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The Consistency of Backwards Causation
This dissertation is devoted to defending a highly controversial and extensively discussed thesis that was first proposed by the British philosopher Sir. Michel Dummett in his 1954 paper, "Can an effect precede its cause". According to this thesis, under certain conditions one could without any inconsistency, believe in backwards causation. In this dissertation, I defend Dummett's thesis against: objections grouped under what I call "the objection from the ignorance condition" raised against him by: Gorovitz in his paper "Leaving the past alone", published 1964, Ben-Yami in his paper "The impossibility of backwards causation", published 2007, and by Peijnenburg in her paper "Shaping your own life", published 2006, and the objection from the Bilking argument as raised by Max Black in his paper "Why can't an effect precede its cause?" In addition, I clarify the misinterpretation made by Pejnenbourg who confused Dummett's "physical backwards causation" by her "psychological backward causation" account. Finally, contrary to Dummett I defend retrospective prayers as actual cases of consistently believing in affecting the past.^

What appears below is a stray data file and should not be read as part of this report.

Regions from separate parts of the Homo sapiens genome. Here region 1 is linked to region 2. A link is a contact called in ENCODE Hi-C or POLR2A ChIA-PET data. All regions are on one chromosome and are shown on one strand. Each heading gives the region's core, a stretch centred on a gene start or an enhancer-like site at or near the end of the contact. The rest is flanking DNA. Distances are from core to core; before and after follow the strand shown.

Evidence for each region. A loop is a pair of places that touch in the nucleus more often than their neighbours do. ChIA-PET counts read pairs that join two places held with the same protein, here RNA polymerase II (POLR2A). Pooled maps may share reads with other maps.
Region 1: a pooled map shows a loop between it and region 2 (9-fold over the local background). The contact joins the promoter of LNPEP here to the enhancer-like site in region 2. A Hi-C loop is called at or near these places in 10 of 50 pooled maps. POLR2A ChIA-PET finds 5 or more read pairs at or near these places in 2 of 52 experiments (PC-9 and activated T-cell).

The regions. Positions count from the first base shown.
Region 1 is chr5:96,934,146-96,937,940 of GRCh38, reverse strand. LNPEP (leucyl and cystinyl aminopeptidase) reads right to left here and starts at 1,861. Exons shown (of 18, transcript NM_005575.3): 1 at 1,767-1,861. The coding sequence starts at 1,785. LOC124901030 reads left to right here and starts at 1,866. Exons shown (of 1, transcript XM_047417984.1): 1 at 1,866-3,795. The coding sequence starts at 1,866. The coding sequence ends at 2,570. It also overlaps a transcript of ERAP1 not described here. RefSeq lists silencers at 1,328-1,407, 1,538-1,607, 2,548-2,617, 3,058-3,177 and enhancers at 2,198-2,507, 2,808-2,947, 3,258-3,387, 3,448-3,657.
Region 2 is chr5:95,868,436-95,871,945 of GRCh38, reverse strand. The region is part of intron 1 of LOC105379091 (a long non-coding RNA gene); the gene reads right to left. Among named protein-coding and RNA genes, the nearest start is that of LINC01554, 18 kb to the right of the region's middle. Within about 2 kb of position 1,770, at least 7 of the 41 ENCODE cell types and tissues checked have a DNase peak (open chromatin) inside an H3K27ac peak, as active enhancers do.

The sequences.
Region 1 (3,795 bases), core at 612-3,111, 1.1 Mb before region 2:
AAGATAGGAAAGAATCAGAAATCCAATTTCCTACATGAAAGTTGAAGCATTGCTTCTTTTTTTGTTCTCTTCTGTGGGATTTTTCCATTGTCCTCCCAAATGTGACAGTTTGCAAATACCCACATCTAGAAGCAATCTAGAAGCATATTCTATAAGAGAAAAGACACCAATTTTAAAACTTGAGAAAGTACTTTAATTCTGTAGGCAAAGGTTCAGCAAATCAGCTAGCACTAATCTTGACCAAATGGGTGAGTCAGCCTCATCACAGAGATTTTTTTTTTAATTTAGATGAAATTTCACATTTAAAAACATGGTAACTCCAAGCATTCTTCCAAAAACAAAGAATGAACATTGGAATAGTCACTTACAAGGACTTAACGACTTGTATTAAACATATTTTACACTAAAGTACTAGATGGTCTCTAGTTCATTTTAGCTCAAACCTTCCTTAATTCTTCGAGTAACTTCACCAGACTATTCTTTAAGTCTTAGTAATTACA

Hasan, Abla, "The Consistency of Backwards Causation" (2013). ETD collection for University of Nebraska - Lincoln. AAI3558781.